Slowing inflation and talk of financial reforms have not boosted market sentiment as expected, and analysts are predicting the worst will not be over any time soon.
Phan Dung Khanh, research manager at Kim Eng Vietnam Securities Co., said the stock market may move sideways or only recover slightly next year.
Macroeconomic measures taken by the government have gained initial results with the exchange rate remaining stable and inflation slowing down, but signs of stability have not come yet, he told the Thoi Bao Kinh Te Saigon news website.
Vietnam's consumer prices rose 19.83 percent in November, easing from 21.59 percent the previous month. The government is confident that inflation can be controlled at 18 percent at the end of the year, and this has triggered hopes that interest rates can be lowered.
But Khanh advised investors not to be too hopeful, saying inflation usually soared in the first quarter of the new year, which would make it difficult to cut interest rates.
Nguyen Duc Thanh, who heads the Vietnam Center for Economic and Policy Research at the University of Economics and Business in Hanoi, said when there are still risks to the economy, lowering rates is not an easy task.
Lending rates should have fallen already after the central bank imposed the 14 percent cap on bank deposits, Thanh said.
However, a high ratio of bad debts and limited financial capabilities of commercial banks have kept interest rates at a high level, he said, noting that interbank rates at times reached 30 percent per year.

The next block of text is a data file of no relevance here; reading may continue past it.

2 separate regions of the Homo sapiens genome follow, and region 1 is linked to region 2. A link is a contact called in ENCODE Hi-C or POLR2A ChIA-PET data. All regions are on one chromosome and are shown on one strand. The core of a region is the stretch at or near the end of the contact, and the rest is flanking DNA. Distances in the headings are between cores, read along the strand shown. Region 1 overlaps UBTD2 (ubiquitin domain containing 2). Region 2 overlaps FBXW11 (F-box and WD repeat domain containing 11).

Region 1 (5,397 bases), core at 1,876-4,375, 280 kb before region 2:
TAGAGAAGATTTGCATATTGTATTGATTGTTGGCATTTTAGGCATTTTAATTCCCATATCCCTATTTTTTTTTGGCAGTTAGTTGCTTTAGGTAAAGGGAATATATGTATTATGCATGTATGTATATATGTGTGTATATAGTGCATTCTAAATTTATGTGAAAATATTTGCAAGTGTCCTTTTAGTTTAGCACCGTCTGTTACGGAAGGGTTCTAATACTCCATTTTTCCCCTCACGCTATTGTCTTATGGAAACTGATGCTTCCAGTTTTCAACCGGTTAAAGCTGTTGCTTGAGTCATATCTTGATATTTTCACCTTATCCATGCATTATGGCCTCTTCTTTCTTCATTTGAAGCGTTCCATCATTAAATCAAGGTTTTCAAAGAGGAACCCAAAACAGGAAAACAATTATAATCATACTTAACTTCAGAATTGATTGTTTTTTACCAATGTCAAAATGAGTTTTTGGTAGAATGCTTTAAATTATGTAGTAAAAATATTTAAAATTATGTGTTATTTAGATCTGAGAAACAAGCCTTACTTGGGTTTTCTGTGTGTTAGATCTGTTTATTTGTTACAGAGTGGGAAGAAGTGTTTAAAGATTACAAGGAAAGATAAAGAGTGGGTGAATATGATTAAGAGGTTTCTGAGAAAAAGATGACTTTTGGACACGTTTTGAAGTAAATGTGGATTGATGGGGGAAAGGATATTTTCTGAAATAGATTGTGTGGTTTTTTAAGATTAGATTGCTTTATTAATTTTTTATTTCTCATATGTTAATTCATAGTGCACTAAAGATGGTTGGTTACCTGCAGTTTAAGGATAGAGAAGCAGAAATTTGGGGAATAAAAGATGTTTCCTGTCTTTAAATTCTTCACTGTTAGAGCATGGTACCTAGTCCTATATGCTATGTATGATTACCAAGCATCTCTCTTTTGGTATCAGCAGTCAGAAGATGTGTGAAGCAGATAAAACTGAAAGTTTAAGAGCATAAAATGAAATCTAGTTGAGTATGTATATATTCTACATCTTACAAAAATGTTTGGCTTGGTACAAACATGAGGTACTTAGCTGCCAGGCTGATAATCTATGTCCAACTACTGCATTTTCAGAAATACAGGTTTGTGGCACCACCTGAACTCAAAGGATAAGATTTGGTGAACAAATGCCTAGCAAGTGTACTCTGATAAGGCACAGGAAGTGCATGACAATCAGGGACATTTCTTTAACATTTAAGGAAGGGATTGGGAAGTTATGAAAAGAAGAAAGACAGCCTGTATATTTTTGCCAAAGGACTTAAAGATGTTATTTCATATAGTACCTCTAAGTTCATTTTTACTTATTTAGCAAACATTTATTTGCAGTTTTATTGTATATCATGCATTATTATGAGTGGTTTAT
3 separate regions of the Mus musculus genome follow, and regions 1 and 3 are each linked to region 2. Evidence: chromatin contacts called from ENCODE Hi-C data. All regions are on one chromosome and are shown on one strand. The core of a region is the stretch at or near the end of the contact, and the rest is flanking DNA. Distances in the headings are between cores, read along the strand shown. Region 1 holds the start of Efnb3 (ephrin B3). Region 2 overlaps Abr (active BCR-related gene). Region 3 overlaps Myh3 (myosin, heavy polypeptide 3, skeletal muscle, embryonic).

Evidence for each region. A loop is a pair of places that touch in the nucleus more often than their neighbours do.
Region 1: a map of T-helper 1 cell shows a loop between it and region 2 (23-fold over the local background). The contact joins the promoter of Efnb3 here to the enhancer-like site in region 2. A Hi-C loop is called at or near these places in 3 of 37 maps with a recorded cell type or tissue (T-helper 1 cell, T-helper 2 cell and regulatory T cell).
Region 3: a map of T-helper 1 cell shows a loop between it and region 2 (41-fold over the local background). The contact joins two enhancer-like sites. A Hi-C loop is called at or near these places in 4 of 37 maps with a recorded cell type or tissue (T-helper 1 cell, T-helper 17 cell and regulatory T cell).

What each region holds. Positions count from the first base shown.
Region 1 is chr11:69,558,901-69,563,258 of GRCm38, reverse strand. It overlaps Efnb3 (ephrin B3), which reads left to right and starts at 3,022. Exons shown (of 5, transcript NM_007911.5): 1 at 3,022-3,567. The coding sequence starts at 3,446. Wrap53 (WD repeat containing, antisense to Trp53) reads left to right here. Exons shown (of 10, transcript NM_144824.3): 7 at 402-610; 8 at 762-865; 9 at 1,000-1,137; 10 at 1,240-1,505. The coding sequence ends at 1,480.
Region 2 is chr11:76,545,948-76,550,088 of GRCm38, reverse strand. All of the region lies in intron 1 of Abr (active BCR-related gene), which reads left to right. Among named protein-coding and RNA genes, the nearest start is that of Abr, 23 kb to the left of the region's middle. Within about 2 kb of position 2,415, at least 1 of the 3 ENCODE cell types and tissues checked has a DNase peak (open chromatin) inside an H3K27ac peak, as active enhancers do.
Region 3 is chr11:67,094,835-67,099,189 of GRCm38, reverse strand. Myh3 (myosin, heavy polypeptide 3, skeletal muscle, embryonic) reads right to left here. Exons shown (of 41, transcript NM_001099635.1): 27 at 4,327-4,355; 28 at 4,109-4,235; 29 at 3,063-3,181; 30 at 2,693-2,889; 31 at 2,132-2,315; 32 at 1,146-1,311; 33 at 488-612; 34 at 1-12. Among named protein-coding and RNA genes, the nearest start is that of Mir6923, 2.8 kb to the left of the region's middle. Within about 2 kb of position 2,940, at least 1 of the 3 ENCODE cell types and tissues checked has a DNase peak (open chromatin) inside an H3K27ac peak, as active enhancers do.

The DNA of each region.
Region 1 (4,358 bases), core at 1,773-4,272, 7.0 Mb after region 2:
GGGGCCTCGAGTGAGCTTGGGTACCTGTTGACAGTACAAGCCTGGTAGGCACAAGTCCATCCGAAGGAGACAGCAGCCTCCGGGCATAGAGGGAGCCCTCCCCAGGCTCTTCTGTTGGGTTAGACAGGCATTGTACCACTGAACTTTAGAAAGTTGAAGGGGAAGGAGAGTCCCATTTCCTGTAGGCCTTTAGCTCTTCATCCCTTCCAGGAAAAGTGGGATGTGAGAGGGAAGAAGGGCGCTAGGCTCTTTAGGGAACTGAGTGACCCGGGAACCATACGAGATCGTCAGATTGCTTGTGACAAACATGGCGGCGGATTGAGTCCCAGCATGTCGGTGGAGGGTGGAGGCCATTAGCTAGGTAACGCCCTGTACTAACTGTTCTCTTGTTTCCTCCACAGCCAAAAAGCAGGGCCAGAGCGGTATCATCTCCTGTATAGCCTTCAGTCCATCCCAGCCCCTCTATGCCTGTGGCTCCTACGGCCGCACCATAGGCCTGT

Thanh also said the goal of reducing inflation to a single-digit rate in 2012 is not an easy one to achieve.
"There are still no optimistic factors for the stock market next year," he said. Listed companies may continue to face difficulties and capital flows into the market may keep weakening, he added.
Nguyen Xuan Minh, general director of fund manager Vietnam Asset Management, told Thoi Bao Kinh Te Saigon that there is a probability that more foreign investors will pull out of the market in 2012.
Fund managers will have a tough time trying to convince the investors to stay, but they themselves have been struggling with the market downturn, Minh said.
Meanwhile fresh cash flows are likely to be scarce next year as both the global and local economies are not picking up, he said.
Bao Viet Securities said in a note late last week that the market still showed no signs of attracting cash flows.
"Investors should be patient, waiting for confirming signals of reversal before making investment decisions," the company said.
The VN-Index, the benchmark measure of the Ho Chi Minh Stock Exchange, lost 9.5 percent in November, the biggest monthly decline since May, according to Bloomberg data.
Viet Capital Securities Company said in a report that investors are on the fence following the central bank governor's comments on the banking system at the National Assembly late last week.